Abstract No. 
P2-10-06
San Antonio Breast Cancer Symposium
Deceumber 4-8
2012

Multicenter I-SPY 1 TRIAL (CALGB 150007/150012): Breast cancer stem cells are associated with intrinsic chemoresistance and worse survival

Landis MD, Yau C, Neumeister V, Rimm DL, I-SPY TRIALInvestigators, Esserman L, Chang JC

Breast cancer stem cells (CSCs) contribute to therapeutic resistance. I-SPY is a multi-center neoadjuvant trial for women with locally advanced breast cancers (3cm or greater) who received neoadjuvant doxorubicin and cyclophosphamide then paclitaxel. We hypothesized that CSC markers will be increased by neoadjuvant chemotherapy in patients who did not achieve a pathologic complete response, and that women with elevated CSC markers will have worse survival in this multicenter study.

Methods: 215 women completed surgery, of those 156 had residual tumor, of whom 56 had sufficient tumor sampled pre- and post-neoadjuvant chemotherapy to enable measurements of CSCs by automated quantitative analysis (AQUA) of immunofluourescent staining for aldehyde dehydrogenase (ALDH1), CD44, and ALDH1/CD44. A threshold of background staining was determined for each marker from a tissue microarray representing multiple cell lines and patient specimens and was used to define samples positive for CSCs. Effect of treatment on proportion of samples positive for CSCs was assessed using the McNemar test. Association between CSC markers and recurrence free survival (censored at 5 years) (RFS) were evaluated using Kaplan-Meier analysis of cohorts dichotomized at optimal marker thresholds as determined from ROC analysis for RFS prediction, as well as univariate Cox analysis of continuous CSC marker scores.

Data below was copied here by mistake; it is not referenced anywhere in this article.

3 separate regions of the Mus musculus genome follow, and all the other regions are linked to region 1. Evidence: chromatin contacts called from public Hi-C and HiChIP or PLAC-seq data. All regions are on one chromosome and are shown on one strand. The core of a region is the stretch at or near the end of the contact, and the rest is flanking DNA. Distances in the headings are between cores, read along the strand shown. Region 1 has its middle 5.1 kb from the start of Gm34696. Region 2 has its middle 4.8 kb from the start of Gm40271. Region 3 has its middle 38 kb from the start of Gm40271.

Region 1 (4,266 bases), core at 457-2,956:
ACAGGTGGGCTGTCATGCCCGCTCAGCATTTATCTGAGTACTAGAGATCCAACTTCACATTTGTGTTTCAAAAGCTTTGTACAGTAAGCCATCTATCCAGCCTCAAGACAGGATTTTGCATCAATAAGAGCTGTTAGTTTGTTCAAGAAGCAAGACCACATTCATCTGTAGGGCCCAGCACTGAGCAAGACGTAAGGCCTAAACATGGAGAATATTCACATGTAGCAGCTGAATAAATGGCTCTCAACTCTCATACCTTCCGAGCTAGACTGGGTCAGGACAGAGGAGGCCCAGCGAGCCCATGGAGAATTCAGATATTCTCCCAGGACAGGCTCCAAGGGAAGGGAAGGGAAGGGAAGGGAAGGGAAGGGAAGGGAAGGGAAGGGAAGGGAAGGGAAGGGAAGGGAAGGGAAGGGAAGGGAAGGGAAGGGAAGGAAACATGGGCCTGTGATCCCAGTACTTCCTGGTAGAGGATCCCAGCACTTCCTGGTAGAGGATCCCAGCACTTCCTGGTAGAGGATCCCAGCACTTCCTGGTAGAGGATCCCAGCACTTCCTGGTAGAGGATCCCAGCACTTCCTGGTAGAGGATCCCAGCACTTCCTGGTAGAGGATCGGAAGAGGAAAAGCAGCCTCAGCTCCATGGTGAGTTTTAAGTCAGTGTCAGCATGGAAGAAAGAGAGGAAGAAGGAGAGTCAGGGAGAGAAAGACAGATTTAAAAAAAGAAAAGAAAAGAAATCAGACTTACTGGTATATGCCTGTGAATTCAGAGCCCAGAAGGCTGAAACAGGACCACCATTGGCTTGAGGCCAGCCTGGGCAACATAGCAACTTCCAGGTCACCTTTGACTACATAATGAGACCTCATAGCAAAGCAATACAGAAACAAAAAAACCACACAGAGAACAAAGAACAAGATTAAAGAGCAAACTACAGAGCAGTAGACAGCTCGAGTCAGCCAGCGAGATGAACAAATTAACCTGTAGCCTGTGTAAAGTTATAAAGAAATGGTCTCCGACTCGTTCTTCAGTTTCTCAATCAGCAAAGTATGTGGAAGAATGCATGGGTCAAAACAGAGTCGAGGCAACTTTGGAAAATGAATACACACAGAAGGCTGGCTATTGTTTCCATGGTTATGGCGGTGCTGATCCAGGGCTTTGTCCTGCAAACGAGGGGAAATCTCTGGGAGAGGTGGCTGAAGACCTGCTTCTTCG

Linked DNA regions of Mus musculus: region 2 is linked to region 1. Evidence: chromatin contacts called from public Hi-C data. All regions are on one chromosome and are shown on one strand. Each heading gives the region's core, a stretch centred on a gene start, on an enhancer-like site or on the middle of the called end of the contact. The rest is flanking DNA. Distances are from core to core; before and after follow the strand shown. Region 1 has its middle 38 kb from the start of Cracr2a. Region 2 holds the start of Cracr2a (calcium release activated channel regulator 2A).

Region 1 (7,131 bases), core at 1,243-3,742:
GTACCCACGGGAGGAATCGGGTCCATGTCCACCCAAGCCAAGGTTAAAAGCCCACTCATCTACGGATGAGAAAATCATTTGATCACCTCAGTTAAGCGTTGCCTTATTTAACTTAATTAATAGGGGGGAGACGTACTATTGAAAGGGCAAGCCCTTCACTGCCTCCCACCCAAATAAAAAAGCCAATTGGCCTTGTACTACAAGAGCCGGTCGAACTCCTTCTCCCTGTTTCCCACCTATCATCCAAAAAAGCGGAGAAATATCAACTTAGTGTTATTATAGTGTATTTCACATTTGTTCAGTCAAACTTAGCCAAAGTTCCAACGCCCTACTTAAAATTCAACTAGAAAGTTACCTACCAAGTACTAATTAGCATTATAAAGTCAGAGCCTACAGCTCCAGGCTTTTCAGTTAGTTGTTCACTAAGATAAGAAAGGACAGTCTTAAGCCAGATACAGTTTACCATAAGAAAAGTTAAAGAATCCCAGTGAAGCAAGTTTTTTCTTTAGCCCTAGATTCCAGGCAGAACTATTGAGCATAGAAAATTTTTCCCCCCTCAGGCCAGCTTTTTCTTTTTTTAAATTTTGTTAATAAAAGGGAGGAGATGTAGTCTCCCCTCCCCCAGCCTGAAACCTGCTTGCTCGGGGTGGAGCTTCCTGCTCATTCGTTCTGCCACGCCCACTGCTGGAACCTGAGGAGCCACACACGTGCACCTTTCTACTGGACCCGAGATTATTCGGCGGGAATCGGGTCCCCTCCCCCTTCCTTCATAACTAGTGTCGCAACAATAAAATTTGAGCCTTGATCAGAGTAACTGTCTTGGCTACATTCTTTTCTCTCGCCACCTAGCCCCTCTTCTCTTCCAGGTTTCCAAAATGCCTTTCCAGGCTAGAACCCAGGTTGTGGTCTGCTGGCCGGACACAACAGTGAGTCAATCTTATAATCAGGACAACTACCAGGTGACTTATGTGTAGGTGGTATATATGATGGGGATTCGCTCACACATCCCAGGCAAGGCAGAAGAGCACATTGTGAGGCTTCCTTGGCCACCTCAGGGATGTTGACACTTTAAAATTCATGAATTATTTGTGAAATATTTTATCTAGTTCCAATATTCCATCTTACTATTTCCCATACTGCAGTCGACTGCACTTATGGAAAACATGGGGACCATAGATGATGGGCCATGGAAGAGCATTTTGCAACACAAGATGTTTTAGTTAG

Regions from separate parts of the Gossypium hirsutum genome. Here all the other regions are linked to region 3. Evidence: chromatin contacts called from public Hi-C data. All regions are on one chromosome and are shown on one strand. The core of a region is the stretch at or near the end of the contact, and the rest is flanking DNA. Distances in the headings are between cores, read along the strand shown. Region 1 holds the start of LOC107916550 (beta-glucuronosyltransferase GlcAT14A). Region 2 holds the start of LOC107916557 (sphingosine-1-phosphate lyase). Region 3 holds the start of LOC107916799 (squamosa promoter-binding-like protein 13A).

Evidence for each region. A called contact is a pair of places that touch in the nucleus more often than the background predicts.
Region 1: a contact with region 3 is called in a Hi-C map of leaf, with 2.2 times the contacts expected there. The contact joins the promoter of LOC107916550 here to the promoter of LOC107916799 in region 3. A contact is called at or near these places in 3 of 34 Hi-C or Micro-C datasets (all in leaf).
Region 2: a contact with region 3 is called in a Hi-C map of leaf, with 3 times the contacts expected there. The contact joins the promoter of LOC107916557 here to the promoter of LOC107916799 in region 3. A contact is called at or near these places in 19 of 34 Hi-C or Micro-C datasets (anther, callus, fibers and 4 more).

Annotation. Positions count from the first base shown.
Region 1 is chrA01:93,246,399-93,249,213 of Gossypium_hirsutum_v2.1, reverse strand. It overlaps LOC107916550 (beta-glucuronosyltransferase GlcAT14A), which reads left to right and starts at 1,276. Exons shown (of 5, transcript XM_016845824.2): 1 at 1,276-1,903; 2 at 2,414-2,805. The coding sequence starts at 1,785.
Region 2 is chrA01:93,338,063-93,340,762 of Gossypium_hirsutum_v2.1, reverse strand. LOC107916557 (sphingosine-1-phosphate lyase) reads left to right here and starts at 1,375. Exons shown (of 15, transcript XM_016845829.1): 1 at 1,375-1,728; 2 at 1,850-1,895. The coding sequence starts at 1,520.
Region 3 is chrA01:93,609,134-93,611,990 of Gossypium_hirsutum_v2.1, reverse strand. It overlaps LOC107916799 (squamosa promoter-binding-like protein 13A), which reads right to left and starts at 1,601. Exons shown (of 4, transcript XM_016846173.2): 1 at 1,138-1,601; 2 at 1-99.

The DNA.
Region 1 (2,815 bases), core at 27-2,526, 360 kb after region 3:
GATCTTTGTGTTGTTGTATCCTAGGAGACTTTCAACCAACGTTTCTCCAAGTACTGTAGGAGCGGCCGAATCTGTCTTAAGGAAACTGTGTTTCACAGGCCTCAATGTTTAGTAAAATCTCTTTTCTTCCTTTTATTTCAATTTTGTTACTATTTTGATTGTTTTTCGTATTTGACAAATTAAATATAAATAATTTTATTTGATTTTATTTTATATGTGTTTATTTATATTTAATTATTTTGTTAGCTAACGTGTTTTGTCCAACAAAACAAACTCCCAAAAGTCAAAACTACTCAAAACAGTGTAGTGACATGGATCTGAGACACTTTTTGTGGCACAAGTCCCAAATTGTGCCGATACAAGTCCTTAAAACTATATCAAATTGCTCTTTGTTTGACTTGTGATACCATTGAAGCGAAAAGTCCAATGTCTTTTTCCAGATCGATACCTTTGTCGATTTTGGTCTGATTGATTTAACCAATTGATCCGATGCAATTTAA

Results: Of the 56 patients studied median tumor size was 6cm, 30% HR-neg, and 75% HER2 neg (by central and/or local IHC and/or FISH). In the HER2-neg subset, despite reducing tumor size in approximately 76% of cases, chemotherapy significantly increased the proportion of samples positive for CSCs: ALDH1 (38% to 74%), CD44 (67% to 88%), and ALDH1 in CD44 compartment (43% to 76%) (McNemar test p = 0.0007, 0.03, and 0.001, respectively). Within this HER2-neg subset, tumors with high pre-treatment CSC expression (i.e. CSC marker scores greater than optimal thresholds for RFS prediction – ALDH1 score ≥470.5, CD44 score ≥8662, ALDH1 in CD44 compartment score ≥742.5) appeared to have worse RFS with a hazard ratio of 3.7, 2.8, and 2.1 respectively (log rank p = 0.03, 0.07, 0.17). Interestingly, Cox regression analysis revealed that pretreatment ALDH1 score, as well as the ALDH1 in CD44 compartment score appeared significantly associated with RFS in the HR positive HER2 neg subset (n = 33) (hazard ratio: 2.2 (1.3–3.8), p = 0. 003, and hazard ratio: 1.8 (1.1–2.8), p = 0.01 respectively). Surprisingly, post-treatment CSC markers expression did not show significant RFS associations within the HER2 neg or the HR positive HER2 neg subsets.

Conclusion: These results from this multicenter study validate the hypothesis of treatment-resistant cancer stem cells, with an increase in CSC markers post chemotherapy, and suggest worse prognosis in women whose tumors have high expression of these stem cell markers, especially for HER2 negative patients. Surprisingly, only pre- (and not post-) treatment CSC marker expression appears to associate with RFS. Studies to evaluate inhibitors of stem cell self-renewal and conventional therapy should be considered for HER2-neg breast cancers.

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